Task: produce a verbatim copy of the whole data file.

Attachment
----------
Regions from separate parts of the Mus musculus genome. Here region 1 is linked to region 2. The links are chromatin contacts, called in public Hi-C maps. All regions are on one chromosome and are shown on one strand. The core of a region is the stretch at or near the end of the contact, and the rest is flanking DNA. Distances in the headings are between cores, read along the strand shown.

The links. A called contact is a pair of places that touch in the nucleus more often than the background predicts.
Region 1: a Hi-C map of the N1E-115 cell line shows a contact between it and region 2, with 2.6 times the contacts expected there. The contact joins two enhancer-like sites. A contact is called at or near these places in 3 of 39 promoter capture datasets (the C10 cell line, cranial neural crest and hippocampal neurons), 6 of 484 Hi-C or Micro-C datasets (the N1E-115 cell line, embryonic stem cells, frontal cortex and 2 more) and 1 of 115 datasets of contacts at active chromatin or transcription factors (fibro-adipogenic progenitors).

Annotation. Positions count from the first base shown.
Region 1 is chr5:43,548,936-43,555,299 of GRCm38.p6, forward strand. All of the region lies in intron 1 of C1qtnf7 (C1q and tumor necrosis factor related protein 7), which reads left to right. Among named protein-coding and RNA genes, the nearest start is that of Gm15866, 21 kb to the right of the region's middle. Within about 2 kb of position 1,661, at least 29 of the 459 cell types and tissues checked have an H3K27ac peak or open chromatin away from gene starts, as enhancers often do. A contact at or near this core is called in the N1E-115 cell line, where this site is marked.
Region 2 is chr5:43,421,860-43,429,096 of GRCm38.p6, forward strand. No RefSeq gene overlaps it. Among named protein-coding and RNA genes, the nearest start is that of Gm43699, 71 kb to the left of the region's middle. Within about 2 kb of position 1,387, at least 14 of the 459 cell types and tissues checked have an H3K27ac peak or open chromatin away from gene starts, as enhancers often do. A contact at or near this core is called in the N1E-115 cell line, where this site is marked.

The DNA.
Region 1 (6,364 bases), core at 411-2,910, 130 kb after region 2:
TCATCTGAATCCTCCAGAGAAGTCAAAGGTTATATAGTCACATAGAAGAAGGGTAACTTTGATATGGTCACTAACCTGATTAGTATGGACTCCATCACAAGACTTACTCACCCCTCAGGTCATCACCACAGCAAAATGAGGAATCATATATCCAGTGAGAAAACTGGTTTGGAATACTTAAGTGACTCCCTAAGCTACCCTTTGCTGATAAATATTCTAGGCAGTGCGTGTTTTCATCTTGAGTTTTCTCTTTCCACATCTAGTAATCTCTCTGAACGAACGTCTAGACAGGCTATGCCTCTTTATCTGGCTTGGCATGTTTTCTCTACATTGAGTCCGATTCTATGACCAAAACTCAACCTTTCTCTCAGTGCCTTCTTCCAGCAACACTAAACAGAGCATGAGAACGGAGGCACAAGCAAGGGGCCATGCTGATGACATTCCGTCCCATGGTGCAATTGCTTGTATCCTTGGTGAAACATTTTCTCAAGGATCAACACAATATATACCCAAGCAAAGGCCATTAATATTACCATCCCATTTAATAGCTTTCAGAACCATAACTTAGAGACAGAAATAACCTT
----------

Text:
Regions from separate parts of the Mus musculus genome. Here region 1 is linked to region 2. The links are chromatin contacts, called in public Hi-C maps. All regions are on one chromosome and are shown on one strand. The core of a region is the stretch at or near the end of the contact, and the rest is flanking DNA. Distances in the headings are between cores, read along the strand shown.

The links. A called contact is a pair of places that touch in the nucleus more often than the background predicts.
Region 1: a Hi-C map of the N1E-115 cell line shows a contact between it and region 2, with 2.6 times the contacts expected there. The contact joins two enhancer-like sites. A contact is called at or near these places in 3 of 39 promoter capture datasets (the C10 cell line, cranial neural crest and hippocampal neurons), 6 of 484 Hi-C or Micro-C datasets (the N1E-115 cell line, embryonic stem cells, frontal cortex and 2 more) and 1 of 115 datasets of contacts at active chromatin or transcription factors (fibro-adipogenic progenitors).

Annotation. Positions count from the first base shown.
Region 1 is chr5:43,548,936-43,555,299 of GRCm38.p6, forward strand. All of the region lies in intron 1 of C1qtnf7 (C1q and tumor necrosis factor related protein 7), which reads left to right. Among named protein-coding and RNA genes, the nearest start is that of Gm15866, 21 kb to the right of the region's middle. Within about 2 kb of position 1,661, at least 29 of the 459 cell types and tissues checked have an H3K27ac peak or open chromatin away from gene starts, as enhancers often do. A contact at or near this core is called in the N1E-115 cell line, where this site is marked.
Region 2 is chr5:43,421,860-43,429,096 of GRCm38.p6, forward strand. No RefSeq gene overlaps it. Among named protein-coding and RNA genes, the nearest start is that of Gm43699, 71 kb to the left of the region's middle. Within about 2 kb of position 1,387, at least 14 of the 459 cell types and tissues checked have an H3K27ac peak or open chromatin away from gene starts, as enhancers often do. A contact at or near this core is called in the N1E-115 cell line, where this site is marked.

The DNA.
Region 1 (6,364 bases), core at 411-2,910, 130 kb after region 2:
TCATCTGAATCCTCCAGAGAAGTCAAAGGTTATATAGTCACATAGAAGAAGGGTAACTTTGATATGGTCACTAACCTGATTAGTATGGACTCCATCACAAGACTTACTCACCCCTCAGGTCATCACCACAGCAAAATGAGGAATCATATATCCAGTGAGAAAACTGGTTTGGAATACTTAAGTGACTCCCTAAGCTACCCTTTGCTGATAAATATTCTAGGCAGTGCGTGTTTTCATCTTGAGTTTTCTCTTTCCACATCTAGTAATCTCTCTGAACGAACGTCTAGACAGGCTATGCCTCTTTATCTGGCTTGGCATGTTTTCTCTACATTGAGTCCGATTCTATGACCAAAACTCAACCTTTCTCTCAGTGCCTTCTTCCAGCAACACTAAACAGAGCATGAGAACGGAGGCACAAGCAAGGGGCCATGCTGATGACATTCCGTCCCATGGTGCAATTGCTTGTATCCTTGGTGAAACATTTTCTCAAGGATCAACACAATATATACCCAAGCAAAGGCCATTAATATTACCATCCCATTTAATAGCTTTCAGAACCATAACTTAGAGACAGAAATAACCTT